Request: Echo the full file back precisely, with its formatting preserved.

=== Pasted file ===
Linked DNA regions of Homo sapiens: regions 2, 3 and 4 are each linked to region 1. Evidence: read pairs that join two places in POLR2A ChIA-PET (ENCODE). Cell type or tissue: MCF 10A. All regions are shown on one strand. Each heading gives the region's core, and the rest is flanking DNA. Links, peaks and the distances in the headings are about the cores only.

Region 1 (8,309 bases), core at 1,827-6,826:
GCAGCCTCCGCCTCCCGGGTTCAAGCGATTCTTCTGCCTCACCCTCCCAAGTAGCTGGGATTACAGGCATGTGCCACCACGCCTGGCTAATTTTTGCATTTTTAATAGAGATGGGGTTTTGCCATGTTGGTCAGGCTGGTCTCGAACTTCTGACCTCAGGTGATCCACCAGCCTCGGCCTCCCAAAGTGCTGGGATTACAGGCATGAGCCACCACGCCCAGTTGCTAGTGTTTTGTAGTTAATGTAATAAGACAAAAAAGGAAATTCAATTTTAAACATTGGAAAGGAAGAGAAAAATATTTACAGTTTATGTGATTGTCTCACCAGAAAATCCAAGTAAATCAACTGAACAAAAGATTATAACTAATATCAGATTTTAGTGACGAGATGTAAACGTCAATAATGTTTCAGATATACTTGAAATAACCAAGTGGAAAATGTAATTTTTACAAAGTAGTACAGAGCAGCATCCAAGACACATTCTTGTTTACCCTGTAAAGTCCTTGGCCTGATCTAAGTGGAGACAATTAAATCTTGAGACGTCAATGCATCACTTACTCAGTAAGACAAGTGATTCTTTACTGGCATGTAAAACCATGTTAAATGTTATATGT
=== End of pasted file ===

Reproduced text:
Linked DNA regions of Homo sapiens: regions 2, 3 and 4 are each linked to region 1. Evidence: read pairs that join two places in POLR2A ChIA-PET (ENCODE). Cell type or tissue: MCF 10A. All regions are shown on one strand. Each heading gives the region's core, and the rest is flanking DNA. Links, peaks and the distances in the headings are about the cores only.

Region 1 (8,309 bases), core at 1,827-6,826:
GCAGCCTCCGCCTCCCGGGTTCAAGCGATTCTTCTGCCTCACCCTCCCAAGTAGCTGGGATTACAGGCATGTGCCACCACGCCTGGCTAATTTTTGCATTTTTAATAGAGATGGGGTTTTGCCATGTTGGTCAGGCTGGTCTCGAACTTCTGACCTCAGGTGATCCACCAGCCTCGGCCTCCCAAAGTGCTGGGATTACAGGCATGAGCCACCACGCCCAGTTGCTAGTGTTTTGTAGTTAATGTAATAAGACAAAAAAGGAAATTCAATTTTAAACATTGGAAAGGAAGAGAAAAATATTTACAGTTTATGTGATTGTCTCACCAGAAAATCCAAGTAAATCAACTGAACAAAAGATTATAACTAATATCAGATTTTAGTGACGAGATGTAAACGTCAATAATGTTTCAGATATACTTGAAATAACCAAGTGGAAAATGTAATTTTTACAAAGTAGTACAGAGCAGCATCCAAGACACATTCTTGTTTACCCTGTAAAGTCCTTGGCCTGATCTAAGTGGAGACAATTAAATCTTGAGACGTCAATGCATCACTTACTCAGTAAGACAAGTGATTCTTTACTGGCATGTAAAACCATGTTAAATGTTATATGT